U.S. Air Force senior airmen Chris Sweeney most enjoyed serving because it enabled him to give back to his country. As a young boy, he was inspired by his parents (also both service members in the Air Force) and decided to follow in their footsteps after graduating high school.
“I joined the Air Force to give back to the country,” he told me. “It was rewarding to serve as an ambassador, especially in a lot of the foreign countries that I went to. It was rewarding to give people who might not have even known about the United States a shining example of who we are.”
Unfortunately, Sweeney’s duty was put on hold in 2004 when he was electrocuted by lightning while working on a piece of equipment.
“I was in a state of shock. One second I’m leading a normal life and then the next I’m catapulted into a new life where I need help doing simple things like tying my shoes and dressing myself,” he said. “And at the same time I was trying to come to grips with the fact that I should have died, it was a pretty traumatic accident.”
After the accident Sweeney decided to remain on active duty at his station in Germany while he recovered. However, as it became more apparent that he wasn’t healing properly he retired temporarily and sought more specialized treatment.
“That decision involved a lot of mixed emotions,” he said. “On one hand, it was such a relief because I could focus on getting better. I felt like I was letting people down. But on the other hand it was devastating because the military was my life. I planned to make it a career and now I was in a new world where I didn’t really know what was going to happen or what I was going to do in the future.”
After making the tough decision to take time off, a horrific turn of events turned Sweeney’s long road to recovery on its head when he was struck by lightning a second time while driving along the Gulf of Mexico during a storm one day.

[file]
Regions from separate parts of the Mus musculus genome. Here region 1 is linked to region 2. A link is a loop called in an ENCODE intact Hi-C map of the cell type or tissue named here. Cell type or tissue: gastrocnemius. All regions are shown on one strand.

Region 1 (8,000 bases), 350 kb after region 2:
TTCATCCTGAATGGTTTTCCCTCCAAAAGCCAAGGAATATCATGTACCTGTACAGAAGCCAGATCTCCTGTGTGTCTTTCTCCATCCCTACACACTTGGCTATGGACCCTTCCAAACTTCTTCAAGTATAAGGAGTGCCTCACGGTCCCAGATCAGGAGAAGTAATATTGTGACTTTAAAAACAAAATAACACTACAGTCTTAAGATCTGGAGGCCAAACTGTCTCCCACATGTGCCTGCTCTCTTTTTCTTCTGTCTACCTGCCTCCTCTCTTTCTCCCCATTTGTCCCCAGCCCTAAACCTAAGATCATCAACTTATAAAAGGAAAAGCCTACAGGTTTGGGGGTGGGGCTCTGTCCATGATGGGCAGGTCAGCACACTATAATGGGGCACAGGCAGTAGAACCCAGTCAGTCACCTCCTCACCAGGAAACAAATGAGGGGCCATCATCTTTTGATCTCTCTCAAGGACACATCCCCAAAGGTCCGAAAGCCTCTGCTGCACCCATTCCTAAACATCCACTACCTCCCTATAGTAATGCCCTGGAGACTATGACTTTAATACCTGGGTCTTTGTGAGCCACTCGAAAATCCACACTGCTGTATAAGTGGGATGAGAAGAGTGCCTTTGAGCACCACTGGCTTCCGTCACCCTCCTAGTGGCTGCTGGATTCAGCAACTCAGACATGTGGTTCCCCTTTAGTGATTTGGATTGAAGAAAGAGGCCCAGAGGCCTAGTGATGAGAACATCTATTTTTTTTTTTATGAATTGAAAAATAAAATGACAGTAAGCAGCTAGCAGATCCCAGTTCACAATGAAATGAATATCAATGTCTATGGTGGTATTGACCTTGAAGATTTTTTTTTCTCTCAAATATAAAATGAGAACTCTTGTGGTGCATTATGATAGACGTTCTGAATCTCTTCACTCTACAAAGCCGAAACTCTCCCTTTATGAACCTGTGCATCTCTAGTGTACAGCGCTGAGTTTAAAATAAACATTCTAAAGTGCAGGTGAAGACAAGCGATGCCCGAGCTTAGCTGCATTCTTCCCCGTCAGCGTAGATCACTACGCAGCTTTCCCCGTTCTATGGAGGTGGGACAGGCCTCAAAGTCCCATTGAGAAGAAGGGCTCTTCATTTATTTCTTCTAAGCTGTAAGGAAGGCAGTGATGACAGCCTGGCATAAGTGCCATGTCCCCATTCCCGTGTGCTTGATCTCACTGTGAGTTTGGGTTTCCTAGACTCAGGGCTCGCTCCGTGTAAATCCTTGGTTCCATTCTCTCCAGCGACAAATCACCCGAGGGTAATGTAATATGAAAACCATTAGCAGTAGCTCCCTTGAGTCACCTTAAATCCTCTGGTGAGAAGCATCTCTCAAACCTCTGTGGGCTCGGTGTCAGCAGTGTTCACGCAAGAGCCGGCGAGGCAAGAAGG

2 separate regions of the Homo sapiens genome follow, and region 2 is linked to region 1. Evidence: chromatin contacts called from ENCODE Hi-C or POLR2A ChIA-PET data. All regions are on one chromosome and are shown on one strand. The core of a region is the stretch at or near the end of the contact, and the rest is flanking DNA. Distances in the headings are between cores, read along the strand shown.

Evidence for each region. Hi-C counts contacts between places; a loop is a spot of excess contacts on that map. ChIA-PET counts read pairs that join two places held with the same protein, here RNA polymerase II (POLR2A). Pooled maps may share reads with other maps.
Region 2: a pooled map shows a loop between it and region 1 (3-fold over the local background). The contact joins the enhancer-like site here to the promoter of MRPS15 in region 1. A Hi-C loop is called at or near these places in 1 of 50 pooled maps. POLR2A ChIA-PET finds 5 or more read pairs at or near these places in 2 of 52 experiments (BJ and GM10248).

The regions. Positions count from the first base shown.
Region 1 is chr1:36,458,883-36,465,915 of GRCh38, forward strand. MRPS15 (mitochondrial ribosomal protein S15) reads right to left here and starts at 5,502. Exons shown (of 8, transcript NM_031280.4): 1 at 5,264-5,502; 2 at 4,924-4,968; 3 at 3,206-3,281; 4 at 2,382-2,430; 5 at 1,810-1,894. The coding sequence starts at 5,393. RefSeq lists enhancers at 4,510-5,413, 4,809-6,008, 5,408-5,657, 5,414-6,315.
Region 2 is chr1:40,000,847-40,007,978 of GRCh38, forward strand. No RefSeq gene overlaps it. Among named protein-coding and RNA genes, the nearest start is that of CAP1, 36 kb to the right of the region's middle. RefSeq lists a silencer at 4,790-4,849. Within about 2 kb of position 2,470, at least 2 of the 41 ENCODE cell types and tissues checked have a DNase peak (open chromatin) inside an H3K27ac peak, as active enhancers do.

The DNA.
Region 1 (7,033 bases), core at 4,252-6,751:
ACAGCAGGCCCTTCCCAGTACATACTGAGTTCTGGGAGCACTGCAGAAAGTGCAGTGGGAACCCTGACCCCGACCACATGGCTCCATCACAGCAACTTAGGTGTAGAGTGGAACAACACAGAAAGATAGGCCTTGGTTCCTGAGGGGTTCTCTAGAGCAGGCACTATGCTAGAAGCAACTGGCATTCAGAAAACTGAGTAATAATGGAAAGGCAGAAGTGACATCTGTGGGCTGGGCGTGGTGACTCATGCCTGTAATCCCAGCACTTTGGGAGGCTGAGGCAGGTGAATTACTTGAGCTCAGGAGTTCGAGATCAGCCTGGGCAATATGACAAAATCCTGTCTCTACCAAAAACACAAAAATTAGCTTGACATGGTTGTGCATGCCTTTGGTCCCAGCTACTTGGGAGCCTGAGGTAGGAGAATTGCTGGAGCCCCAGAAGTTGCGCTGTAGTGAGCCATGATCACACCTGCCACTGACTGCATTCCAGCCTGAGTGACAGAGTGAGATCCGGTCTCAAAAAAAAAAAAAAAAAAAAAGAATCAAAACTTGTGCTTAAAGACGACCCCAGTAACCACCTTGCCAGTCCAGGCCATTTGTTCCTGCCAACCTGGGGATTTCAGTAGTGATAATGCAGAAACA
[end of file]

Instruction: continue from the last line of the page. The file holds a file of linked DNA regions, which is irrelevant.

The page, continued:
“The second injury was probably the hardest. I wanted to give up,” he said. “Honestly, I felt like I was getting kicked when I was already down and I didn’t want to do it anymore. Every day was an even harder struggle than it was before.”
Despite suffering severe injuries including chronic pain, internal burns on the back of his eyes and neurological complications, and also being forced to permanently retire from the Air Force, Sweeney and his family fought hard to remain positive as he started on the road to recovery once again.
Along the way, a parent at their son’s school encouraged Sweeney to connect with Wounded Warrior Project (WWP), an organization that offers support services for wounded veterans. With reassurance from his wife and mother, Sweeney decided to join and found that he was welcomed into an inspiring community where he finally felt like he belonged.
“It was hard to imagine myself in that kind of environment again, I didn’t know how I would be accepted,” he said. “I had been through so many ups and downs in my recovery, and when I joined I was actually in the middle of another difficult point in the recovery. I was able to really see where I fit in and what I was capable of doing. Wounded Warrior Project not only showed me what I’m capable of doing, but pushed me to do more.”